By Nick Boyd
“Lady Bird” is a winning comedy-of-age movie that takes place in Sacramento during a girl’s senior year at a Catholic high school.
It is set in the years 2002 and 2003, so it was able to take this viewer back to his high-school days, back when 9/11 was big news and cellphones were still a fairly new thing.
Saoirse Ronan (from the film “Brooklyn”) plays the title character (a nickname she prefers) who is determined to attend an East Coast college. She frequently argues with her mom Marion (Laurie Metcalf from the TV show “Roseanne”), both of whom have strong personalities, while her father Larry (Tracy Letts) is the peacemaker.
Very well-written and performed, the film skillfully portrays the ups and downs of high-school, making it both fun and relatable. It explores issues of economic disparities, religious irreverence, independence, and best friend/opposite sex relationships.
Lady Bird lies about where she lives to a new friend to avoid the shame and embarrassment she associates with her lower middle-class existence.
We see Lady Bird and her friend chowing down on communion wafers when a fellow student walks in on them aghast. In another scene, Lady Bird plays a joke on one of the nuns at school. Lady Bird’s personality is one to not take things too seriously.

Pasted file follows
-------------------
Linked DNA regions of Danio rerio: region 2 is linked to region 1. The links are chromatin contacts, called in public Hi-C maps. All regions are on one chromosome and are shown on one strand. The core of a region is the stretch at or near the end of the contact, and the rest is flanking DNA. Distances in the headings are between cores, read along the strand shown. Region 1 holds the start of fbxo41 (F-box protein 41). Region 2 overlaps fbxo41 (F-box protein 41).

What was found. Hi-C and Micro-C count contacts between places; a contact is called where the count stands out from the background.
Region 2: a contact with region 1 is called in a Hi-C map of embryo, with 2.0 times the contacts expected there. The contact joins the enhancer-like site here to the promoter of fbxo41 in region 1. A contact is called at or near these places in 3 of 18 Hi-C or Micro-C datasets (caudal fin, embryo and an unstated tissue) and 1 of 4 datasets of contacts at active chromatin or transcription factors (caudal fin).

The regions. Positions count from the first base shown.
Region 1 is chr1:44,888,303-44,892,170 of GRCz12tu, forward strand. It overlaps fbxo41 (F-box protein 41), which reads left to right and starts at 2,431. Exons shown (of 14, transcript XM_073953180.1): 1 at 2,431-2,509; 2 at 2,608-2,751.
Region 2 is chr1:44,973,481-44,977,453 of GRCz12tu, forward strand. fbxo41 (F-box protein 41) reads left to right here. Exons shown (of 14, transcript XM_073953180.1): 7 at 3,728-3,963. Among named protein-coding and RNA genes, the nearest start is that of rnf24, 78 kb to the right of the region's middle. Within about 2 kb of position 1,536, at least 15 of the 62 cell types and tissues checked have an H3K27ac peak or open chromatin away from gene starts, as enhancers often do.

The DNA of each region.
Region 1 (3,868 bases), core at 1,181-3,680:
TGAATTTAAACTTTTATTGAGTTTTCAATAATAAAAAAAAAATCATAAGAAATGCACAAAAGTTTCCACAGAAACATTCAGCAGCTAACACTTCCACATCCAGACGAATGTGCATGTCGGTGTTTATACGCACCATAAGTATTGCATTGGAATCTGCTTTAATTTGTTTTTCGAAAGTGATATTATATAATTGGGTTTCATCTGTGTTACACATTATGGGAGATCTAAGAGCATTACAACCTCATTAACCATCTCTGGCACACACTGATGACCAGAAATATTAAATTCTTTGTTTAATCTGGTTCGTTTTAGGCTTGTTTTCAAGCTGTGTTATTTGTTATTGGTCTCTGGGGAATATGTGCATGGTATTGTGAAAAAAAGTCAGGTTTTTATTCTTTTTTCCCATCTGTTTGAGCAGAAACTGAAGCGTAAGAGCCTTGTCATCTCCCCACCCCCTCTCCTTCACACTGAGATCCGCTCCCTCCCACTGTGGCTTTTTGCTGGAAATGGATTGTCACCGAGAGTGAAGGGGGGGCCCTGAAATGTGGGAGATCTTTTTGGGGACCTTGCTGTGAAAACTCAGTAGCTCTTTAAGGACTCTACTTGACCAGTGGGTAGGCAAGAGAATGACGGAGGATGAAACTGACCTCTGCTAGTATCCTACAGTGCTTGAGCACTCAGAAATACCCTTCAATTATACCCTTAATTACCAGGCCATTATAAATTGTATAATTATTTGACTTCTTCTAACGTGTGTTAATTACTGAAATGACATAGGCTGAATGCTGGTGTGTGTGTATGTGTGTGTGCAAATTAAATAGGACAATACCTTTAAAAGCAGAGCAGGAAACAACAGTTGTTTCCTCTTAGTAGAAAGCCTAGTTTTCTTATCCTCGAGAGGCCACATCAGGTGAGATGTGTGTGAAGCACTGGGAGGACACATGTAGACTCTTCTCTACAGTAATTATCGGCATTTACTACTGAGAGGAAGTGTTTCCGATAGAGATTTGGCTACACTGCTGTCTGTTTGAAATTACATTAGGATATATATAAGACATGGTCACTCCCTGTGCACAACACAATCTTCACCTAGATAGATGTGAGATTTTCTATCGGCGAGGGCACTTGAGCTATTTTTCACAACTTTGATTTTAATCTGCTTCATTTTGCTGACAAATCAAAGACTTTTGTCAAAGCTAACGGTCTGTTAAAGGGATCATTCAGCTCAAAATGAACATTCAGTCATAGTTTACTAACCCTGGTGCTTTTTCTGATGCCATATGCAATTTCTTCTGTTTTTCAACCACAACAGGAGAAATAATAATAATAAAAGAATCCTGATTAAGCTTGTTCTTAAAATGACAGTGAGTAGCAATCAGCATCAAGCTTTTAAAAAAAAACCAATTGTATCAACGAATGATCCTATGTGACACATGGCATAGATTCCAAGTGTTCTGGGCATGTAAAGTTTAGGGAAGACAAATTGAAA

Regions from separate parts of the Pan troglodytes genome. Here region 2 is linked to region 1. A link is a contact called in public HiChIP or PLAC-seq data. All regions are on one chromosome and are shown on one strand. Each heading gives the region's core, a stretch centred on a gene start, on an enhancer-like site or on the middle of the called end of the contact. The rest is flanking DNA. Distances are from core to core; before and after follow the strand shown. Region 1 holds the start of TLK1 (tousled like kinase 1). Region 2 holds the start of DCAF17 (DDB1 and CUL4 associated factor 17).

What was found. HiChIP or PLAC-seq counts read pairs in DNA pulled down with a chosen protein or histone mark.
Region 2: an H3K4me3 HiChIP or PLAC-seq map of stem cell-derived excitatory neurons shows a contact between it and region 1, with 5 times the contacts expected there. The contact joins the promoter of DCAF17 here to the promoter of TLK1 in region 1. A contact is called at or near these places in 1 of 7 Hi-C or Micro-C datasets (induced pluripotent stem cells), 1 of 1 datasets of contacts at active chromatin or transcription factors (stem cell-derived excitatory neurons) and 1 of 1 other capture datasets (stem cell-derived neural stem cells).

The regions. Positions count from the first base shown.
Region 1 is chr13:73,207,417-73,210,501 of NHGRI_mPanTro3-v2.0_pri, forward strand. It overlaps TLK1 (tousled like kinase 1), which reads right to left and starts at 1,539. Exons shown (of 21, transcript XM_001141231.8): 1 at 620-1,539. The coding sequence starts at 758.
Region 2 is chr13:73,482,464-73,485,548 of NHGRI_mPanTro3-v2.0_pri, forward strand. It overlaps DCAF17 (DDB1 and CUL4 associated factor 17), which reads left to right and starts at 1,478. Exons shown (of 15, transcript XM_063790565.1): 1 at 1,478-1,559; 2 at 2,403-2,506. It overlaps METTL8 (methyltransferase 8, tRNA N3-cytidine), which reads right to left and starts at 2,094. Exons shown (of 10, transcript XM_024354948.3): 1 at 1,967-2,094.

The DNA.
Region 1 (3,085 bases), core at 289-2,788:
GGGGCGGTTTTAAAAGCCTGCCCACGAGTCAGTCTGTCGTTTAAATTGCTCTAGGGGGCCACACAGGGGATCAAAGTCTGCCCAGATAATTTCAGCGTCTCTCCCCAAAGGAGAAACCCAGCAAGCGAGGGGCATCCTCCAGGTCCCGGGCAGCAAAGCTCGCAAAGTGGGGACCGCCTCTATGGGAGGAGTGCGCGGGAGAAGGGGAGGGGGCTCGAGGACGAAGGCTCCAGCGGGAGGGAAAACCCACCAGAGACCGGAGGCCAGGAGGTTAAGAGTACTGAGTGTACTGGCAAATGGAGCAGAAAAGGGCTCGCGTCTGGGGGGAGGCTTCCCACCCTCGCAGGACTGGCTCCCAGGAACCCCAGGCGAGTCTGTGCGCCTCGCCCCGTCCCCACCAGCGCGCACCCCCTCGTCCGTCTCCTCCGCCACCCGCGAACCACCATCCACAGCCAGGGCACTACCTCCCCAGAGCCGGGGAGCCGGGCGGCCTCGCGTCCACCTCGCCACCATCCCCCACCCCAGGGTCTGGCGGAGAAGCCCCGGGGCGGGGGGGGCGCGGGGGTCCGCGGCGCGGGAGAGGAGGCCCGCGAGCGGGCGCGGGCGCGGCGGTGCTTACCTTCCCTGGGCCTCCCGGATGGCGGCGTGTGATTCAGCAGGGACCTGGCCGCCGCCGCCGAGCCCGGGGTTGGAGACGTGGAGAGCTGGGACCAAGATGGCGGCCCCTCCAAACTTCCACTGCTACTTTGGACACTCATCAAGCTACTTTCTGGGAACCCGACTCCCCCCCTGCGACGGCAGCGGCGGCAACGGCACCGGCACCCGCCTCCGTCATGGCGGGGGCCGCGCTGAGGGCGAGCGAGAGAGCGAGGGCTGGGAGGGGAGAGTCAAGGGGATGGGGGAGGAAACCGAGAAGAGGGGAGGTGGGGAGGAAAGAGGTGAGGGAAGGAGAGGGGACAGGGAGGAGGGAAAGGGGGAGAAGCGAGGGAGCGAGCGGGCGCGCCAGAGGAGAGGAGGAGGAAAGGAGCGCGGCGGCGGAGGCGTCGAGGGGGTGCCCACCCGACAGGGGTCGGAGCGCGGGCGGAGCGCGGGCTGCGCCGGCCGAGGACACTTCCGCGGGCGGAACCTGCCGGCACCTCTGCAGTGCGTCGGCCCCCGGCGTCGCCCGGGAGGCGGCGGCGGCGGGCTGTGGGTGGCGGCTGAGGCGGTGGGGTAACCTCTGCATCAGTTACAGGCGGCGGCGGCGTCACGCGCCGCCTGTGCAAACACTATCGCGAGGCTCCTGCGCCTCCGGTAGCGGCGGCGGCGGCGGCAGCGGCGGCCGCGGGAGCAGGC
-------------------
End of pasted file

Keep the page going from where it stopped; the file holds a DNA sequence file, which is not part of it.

Lady Bird strives to be free of her parents’ rules by getting as far away as possible from Sacramento – “the Midwest of California” as Lady Bird disparagingly calls it.
Lady Bird is really close to her best friend Julie, who struggles with weight issues and self-esteem. After being cast in the school play, Lady Bird finds herself attracted to Danny (Lucas Hedges, from “Manchester by the Sea”) and they quickly bond. Both actors have good chemistry together (he is warm and attentive to her needs) and Lady Bird is very impressed with his grandmother’s house, where he invites her for Thanksgiving. After witnessing something that changes her outlook on Danny, Lady Bird wants nothing to do with him, though it has nothing to do with his personality. Lady Bird’s rebel personality attracts someone at her school named Kyle (Timothée Chalamet), a local musician. Kyle tries to come off as cool and intellectual, though it is clear he is not as caring as Danny had been.
Ronan’s role has the most developed character arc in the movie, starting off on the selfish side and maturing as she sees those around her change.
A key scene late in the movie occurs when Lady Bird asks to be dropped off at her friend Julie’s house after the two of them had had their difficulties. The ending, meanwhile, is poignant without being overly sentimental.
Director Greta Gerwig in her directorial debut shows much promise and I look forward to seeing what she does next.